As the Supreme Court prepares to issue a ruling on whether gay couples can get married nationwide, Gallup’s tracking poll on public support for marriage equality continues to show greater acceptance and support. The most recent poll shows 60% of Americans support marriage equality, with 37% opposed.
Sixty percent of Americans now support same-sex marriage, as the Supreme Court prepares to rule on its constitutionality next month. This is up from 55% last year and is the highest Gallup has found on the question since it was first asked in 1996.
Public support for the legality of same-sex marriage first reached a majority in 2011, when 53% supported it. Since then, support has ranged from 48% to 55%. The five-percentage-point increase in this year’s Values and Beliefs poll, conducted May 6-10, is the largest year-to-year climb since 2011, when support rose by nine points.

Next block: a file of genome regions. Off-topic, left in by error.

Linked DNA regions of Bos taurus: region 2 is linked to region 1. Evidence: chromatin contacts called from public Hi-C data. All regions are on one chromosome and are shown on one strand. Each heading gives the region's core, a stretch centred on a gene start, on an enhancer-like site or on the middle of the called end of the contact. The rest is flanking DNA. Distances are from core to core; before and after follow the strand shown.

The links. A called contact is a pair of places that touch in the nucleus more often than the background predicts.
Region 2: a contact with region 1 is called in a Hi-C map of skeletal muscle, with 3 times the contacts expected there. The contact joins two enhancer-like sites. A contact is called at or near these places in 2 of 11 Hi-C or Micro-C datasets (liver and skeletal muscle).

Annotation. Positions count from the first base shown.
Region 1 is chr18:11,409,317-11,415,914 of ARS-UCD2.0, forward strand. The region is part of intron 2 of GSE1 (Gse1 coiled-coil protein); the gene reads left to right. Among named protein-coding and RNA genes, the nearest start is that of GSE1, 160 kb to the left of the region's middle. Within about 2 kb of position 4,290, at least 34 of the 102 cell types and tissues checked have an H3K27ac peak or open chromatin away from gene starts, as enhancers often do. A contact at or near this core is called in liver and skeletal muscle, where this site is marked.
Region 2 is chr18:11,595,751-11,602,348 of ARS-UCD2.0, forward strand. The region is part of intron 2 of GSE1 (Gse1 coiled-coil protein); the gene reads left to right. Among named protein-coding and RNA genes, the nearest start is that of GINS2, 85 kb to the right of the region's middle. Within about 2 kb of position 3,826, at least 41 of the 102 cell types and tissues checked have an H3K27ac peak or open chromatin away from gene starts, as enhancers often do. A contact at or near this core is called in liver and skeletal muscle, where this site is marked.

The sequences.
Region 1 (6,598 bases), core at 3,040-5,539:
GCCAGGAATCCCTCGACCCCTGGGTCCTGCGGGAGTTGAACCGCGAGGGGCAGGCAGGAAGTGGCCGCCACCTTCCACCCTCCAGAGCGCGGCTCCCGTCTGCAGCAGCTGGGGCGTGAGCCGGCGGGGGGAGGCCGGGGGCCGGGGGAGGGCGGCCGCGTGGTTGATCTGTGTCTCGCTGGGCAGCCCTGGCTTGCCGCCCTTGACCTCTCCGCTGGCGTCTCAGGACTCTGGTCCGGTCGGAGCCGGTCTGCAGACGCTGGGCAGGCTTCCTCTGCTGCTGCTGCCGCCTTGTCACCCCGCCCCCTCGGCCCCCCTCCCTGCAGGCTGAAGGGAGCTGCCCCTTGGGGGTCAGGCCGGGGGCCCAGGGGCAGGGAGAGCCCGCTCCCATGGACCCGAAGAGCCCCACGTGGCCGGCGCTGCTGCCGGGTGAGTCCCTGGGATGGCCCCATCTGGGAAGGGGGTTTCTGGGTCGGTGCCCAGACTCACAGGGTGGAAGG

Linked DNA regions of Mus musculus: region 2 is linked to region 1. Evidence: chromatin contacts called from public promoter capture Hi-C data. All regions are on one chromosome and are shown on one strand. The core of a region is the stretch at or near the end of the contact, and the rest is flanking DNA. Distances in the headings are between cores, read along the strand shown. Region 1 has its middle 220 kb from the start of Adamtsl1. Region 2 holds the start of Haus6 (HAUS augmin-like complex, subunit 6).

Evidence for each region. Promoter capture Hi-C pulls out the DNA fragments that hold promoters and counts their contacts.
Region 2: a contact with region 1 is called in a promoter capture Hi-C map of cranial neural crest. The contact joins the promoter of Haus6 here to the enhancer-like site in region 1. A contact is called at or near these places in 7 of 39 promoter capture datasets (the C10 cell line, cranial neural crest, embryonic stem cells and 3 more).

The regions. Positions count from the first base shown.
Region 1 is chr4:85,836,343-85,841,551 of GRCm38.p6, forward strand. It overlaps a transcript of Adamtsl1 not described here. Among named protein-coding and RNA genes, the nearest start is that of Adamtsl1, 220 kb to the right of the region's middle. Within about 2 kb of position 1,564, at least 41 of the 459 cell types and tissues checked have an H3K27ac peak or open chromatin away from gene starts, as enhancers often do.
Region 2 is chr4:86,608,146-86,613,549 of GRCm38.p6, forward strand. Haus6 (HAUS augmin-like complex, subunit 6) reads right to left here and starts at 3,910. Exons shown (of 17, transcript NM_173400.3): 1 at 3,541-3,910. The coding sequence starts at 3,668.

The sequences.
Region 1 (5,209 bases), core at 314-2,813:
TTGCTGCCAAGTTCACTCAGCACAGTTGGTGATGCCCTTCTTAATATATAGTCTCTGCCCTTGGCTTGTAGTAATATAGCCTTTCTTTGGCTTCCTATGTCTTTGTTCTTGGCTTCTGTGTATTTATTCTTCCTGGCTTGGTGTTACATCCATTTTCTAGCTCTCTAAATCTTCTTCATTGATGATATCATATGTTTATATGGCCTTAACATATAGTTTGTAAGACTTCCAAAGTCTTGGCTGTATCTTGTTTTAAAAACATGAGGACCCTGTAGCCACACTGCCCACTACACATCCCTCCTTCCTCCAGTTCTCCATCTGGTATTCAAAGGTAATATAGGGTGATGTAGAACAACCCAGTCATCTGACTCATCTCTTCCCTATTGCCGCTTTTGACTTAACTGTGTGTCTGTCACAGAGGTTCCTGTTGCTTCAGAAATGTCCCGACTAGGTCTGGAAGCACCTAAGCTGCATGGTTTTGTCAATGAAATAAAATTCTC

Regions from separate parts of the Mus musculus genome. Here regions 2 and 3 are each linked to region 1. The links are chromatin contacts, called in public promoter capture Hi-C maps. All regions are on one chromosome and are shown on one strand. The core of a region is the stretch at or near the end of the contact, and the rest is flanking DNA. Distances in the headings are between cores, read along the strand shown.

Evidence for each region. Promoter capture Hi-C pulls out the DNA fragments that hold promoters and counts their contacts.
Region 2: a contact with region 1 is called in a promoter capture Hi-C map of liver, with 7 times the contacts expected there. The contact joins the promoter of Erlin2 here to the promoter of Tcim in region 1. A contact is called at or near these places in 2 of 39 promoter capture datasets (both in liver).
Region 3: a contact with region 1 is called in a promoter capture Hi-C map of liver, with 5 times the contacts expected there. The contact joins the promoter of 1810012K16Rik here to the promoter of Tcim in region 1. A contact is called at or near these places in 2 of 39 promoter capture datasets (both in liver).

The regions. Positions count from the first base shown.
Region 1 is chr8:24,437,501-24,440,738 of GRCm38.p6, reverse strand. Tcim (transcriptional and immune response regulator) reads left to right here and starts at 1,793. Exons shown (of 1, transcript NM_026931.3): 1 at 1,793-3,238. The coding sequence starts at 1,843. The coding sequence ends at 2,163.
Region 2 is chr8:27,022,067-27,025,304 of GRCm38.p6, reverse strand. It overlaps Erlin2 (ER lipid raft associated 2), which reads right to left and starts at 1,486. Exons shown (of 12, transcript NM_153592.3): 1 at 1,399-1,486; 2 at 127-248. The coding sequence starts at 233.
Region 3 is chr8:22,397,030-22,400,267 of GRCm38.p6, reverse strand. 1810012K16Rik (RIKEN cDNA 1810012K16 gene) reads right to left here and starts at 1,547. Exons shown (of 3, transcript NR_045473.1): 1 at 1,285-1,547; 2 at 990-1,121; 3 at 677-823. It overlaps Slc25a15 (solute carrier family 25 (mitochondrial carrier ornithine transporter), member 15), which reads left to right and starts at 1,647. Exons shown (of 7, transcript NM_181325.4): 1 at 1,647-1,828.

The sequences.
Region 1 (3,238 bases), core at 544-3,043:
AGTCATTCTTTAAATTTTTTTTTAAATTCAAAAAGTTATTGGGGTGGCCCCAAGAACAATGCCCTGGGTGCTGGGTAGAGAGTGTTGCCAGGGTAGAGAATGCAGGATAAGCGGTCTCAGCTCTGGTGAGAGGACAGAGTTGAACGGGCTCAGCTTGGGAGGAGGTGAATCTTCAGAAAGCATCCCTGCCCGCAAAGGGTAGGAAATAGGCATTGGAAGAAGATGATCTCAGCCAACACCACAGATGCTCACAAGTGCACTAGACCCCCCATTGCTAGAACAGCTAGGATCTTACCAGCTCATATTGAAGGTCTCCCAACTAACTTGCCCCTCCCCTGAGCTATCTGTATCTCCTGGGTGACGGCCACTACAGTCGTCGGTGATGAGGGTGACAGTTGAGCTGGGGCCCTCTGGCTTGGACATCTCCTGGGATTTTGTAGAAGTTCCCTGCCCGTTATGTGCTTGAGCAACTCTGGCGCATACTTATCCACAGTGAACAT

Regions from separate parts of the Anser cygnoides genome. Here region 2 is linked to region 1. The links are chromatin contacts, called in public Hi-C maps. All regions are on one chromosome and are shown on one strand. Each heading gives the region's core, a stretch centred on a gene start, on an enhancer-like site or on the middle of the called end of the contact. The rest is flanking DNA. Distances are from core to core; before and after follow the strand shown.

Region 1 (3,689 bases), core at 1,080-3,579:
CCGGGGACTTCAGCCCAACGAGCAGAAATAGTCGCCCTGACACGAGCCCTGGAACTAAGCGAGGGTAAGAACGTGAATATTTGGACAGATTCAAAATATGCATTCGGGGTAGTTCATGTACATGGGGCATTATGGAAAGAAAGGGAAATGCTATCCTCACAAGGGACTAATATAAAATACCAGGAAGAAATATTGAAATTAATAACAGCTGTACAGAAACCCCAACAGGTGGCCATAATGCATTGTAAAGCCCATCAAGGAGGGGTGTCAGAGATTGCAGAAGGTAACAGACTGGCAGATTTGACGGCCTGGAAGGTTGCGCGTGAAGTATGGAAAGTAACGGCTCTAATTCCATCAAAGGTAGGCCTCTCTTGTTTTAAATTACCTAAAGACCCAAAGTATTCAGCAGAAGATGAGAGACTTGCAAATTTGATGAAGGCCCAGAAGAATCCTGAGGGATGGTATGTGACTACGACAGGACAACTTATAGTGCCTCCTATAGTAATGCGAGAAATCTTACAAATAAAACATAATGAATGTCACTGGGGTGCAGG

Support for the legality of gay marriages in the U.S. has been a fast-changing trend. Just two decades ago, only 27% of Americans backed gay marriage, while 68% opposed. By 2005, the percentage in favor had increased by 10 points to 37%, and by 2010 it had reached 44%.
You can see the trend in this chart:
It really is a remarkable shift in public opinion in a very short period of time. That’s one of the benefits of a tracking poll rather than an occasional one, you get to see the trends using the same questions and the same methodology.